EU immigrants are more likely to succeed in the UK labour market, partly because of their high educational levels according to a new OECD/EU report entitled ‘Indicators of Immigrant Integration 2015: Settling In’.
68% of all immigrants in the United Kingdom are employed, a rate well above of the average immigrant employment rate in the EU (62%), says OECD.
More than one-third of all employed settled immigrants work within the public sector, in 2012-13 the share was only higher in Denmark and Sweden.
At 16%, the United Kingdom has one of the highest rates of self-employment among immigrants of all OECD countries. Among the countries with large immigrant populations, only Canada had a higher share.
The draw of UK employment is now attracting the most highly educated immigrants.
While in the EU on average, one in four immigrants holds a university degree, it is almost one in two for immigrants in the United Kingdom. Among recent migrants, the share of highly educated has doubled in the UK for the last six years (Figure 1).
In the United Kingdom, 1.2million of 15-34 year-olds are native-born offspring of immigrants, while another 2.7million have immigrated themselves.
Immigrants who arrived as children show particular good education outcomes with their reading ability (as measured in the OECD’s PISA tests) as high as the scores of their native-born peers without a migrant background.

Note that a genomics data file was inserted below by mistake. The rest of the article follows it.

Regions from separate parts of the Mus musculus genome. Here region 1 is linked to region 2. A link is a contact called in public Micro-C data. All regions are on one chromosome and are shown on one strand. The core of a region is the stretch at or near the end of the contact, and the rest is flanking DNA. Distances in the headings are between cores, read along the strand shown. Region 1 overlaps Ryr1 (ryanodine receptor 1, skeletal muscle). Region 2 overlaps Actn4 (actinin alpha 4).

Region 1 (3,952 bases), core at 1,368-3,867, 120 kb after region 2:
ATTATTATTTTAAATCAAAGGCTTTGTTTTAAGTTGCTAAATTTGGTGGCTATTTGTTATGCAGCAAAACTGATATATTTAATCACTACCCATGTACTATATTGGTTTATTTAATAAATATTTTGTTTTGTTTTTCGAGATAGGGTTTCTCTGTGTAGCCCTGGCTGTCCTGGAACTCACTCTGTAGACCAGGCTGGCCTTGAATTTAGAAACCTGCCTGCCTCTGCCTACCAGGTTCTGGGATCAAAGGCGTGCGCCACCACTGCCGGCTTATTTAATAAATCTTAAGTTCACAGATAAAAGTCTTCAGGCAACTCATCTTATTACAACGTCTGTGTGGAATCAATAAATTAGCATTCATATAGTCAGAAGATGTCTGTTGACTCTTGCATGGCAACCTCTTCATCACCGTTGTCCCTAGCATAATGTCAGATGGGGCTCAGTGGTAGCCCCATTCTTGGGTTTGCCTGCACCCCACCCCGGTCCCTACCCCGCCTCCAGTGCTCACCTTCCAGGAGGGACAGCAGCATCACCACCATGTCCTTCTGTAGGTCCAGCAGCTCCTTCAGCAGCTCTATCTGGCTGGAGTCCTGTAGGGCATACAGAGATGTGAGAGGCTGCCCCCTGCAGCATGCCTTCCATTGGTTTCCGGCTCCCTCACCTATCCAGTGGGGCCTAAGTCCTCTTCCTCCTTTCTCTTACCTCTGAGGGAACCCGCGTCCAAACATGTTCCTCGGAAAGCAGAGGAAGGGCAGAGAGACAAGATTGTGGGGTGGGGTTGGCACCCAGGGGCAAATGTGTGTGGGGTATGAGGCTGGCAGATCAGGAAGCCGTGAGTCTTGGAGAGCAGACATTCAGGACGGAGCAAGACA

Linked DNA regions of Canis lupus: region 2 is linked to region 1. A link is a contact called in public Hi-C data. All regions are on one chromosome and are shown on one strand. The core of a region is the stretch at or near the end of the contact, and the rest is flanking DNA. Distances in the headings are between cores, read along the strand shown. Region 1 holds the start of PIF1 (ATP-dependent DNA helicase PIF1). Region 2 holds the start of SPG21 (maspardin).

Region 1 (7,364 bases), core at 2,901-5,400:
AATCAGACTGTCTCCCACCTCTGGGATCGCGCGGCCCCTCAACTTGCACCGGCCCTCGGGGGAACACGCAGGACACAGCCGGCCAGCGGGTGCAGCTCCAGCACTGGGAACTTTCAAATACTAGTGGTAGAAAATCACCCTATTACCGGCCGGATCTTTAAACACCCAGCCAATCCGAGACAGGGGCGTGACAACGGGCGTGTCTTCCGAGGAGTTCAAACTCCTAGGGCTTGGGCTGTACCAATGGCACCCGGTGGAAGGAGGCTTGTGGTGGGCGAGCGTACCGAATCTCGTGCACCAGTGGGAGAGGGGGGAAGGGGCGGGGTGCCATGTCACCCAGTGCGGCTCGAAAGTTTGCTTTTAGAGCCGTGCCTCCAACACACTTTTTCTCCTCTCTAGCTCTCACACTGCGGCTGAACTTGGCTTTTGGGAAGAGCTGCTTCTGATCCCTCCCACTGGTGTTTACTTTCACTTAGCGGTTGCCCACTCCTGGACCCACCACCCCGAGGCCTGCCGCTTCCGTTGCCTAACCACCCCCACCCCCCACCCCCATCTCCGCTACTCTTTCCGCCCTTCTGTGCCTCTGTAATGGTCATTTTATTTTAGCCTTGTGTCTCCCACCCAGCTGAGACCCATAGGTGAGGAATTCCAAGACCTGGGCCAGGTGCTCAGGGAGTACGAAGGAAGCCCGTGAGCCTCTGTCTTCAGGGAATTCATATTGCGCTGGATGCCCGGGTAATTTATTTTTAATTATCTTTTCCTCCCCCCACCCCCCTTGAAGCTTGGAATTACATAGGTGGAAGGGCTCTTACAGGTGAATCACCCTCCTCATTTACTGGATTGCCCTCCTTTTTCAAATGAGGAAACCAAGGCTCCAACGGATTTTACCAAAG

Furthermore, in contrast to most other European countries, the share of disadvantaged foreign-born students who succeed in school despite theirbackground is higher than the share among disadvantaged native-born. Those migrant children who do well in the educational system are particularly likely to be employed.
For example, when girls with a migrant background are highly educated, their subsequent employment rates are 66 percentage points higher than among those who only complete the compulsory level of schooling.
While the employment gap between immigrants and native-born increased between 2006-07 and 2012-13 on average in the EU, in the United Kingdom the gap decreased by 3 percentage points.
For immigrant men, the gap even reversed and the employment rate in 2012-13 was slightly higher than the rate of their native-born peers.